Yes, Silent Hill 2 has multiple endings but the devils in the details and its how you go about achieving those endings that make Silent Hill 2 so brilliant. At the end of Silent Hill 2 you never actively select what ending you want because its all been determined before you got there. There are no inventory requirements or side missions that must be completed to achieve a certain ending. No party members must have survived a level, no Mini-Boss must be defeated, no dialogue options must have been selected or secret weapons must be obtained. So how does Silent Hill 2 determine your ending? Simple: it’s based on your behavior.


Your behavior is the key factor to determine how your stay in Silent Hill will end. Principally, there are really 3 endings to Silent Hill 2 (Technically there are 6 in total but some of them are joke or alternate endings). These three endings are entitled “Maria”, “Leave” and “In Water”. It’s also important to note that all three main endings are thematically consistent with James Sunderland’s story arc and as discussed before it could have ending a couple of different ways. If the endings where out of scope of the potentially outcome it might not work as well as it does here. Throughout the game, James behavior and by extension, the player’s behavior is monitored to judge what ending makes sense based on their actions. If you really want to know the ins and outs of the system you can read this FAQ which details everything, but lets talk about the “In Water” ending.


In this ending James is crushed with grief over euthanizing his wife and after watching her pass again, he is left with nothing left to live for; he is suicidal. Suicide in games has not been necessarily handed all that well. Most times it comes out of nowhere or after an immediate emotional blow and is sensationalized beyond the point of really dealing with suicide. In Silent Hill 2 however, in order to get this ending you must do the following:

Requirements for "In Water" ending:


- Examine Angela’s knife often

- Stay at low health throughout the game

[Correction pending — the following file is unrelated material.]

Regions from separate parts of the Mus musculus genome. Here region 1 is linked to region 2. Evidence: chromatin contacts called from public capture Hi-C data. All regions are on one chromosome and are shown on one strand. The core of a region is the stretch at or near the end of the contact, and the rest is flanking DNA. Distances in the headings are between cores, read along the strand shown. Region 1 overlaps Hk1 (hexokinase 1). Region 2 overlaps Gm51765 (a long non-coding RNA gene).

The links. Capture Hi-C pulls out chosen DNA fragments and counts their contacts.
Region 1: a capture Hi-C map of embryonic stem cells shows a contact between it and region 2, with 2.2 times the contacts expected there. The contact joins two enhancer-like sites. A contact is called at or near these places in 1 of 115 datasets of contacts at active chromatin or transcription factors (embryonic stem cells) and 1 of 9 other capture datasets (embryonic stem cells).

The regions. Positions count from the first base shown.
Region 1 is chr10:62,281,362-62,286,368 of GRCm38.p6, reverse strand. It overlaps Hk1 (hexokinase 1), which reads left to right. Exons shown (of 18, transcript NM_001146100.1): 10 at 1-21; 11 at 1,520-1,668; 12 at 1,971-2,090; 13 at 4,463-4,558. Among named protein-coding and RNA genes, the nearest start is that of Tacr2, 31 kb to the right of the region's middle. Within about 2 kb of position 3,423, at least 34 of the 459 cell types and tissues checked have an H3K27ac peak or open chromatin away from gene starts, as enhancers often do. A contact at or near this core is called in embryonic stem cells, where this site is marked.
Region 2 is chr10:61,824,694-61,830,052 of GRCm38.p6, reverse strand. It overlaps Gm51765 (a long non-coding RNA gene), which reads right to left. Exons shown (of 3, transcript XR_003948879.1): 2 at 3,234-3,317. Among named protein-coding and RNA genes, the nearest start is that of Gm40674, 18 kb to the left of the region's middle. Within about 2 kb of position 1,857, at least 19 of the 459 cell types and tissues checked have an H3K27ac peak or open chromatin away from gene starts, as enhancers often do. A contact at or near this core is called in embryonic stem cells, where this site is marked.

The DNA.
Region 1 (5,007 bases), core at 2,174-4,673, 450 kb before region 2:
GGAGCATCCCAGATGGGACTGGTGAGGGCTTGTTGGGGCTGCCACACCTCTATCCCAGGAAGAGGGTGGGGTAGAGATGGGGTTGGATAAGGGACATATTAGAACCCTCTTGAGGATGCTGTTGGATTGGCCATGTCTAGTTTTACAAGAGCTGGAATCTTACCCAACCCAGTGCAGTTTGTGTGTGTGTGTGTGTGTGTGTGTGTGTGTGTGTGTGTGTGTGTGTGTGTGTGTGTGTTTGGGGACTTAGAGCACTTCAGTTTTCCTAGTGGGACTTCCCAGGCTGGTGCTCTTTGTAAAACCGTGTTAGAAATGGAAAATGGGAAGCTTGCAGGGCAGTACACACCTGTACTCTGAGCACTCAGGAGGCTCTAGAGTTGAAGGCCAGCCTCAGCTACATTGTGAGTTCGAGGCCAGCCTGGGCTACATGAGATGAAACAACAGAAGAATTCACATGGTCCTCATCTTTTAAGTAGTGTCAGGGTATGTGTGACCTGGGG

- Listen to the headphones in the reading room after watching the tape

- Read the second message to James in Neelys Bar

Do not...

- Do not heal right after taking damage

Notice any patterns here? In the game if you examine the knife Angela was planning on slitting her wrists with, stay in low health in the game (basically acting reckless) and don’t use healing items you are displaying a lack of a will to live. In order to get the “In Water” ending, you must display suicidal tendencies in the game in order to finally kill yourself at the games conclusion. There are similar parameters for the other two main endings. If you truly did love your wife, you have to ignore her sexualized ghost Maria and occasional look at the photo of Mary, proving you still think about her in order to get the happier “Leave” ending. If you are not sorry for her murder, then you must spend more time with Maria, never look at the picture of your wife and protect Maria to the “Maria” ending.

The In Water ending in all its morbid glory.

Imagine the implications if this system was adopted by other games. So many games give us the freedom to do whatever we want without consequence. While this makes for a good “escape from reality” it hardly can give stories the bite they need when no stakes or repercussions are in play. What if you shoot an innocent bystander in a game because the game lets you do it, but then are faced with an ending in which you are deemed a horrible sociopath? What if you are faced with meeting the families of every enemy you have slain in a game and realized there was a way to non-violently proceed all along. I am a big believer in "actions speaking louder than words". I am sure we think we are all "good" people, but what would happen if games gave their conclusions based on the actions we have taken in our games, not just answering a question of "what ending do I want?"


What I am talking about is contextualized endings in line with game narratives whose outcomes are determined by player behavior rather than player selection. Playing a game with this idea fully realized would be amazing. Imagine what we could learn about ourselves in relations to our morals and principals if the end result of our gameplay was a reward for our purity, a monument to our sins or a more realistically complex fallout of our decisions. No more could players play like a renegade for the entire story and then select the good ending just because they wanted one. This could open the potential for the player to actively become a story component as much as its main characters, which is an exciting idea.

In this sense, Silent Hill 2 has a strange and unique marriage with its relationship to the player, James and the ending itself. It gives equal input into the actions of each resulting in a democracy of storytelling. It’s a shame that this system seems to have never been picked up, but its execution in Silent Hill 2 is masterful and no game since has been able to delivery such a deep and complex story whose outcome is not only satisfying but in line with how you played the game.


DanimalCart’s Soapbox: 10/10/13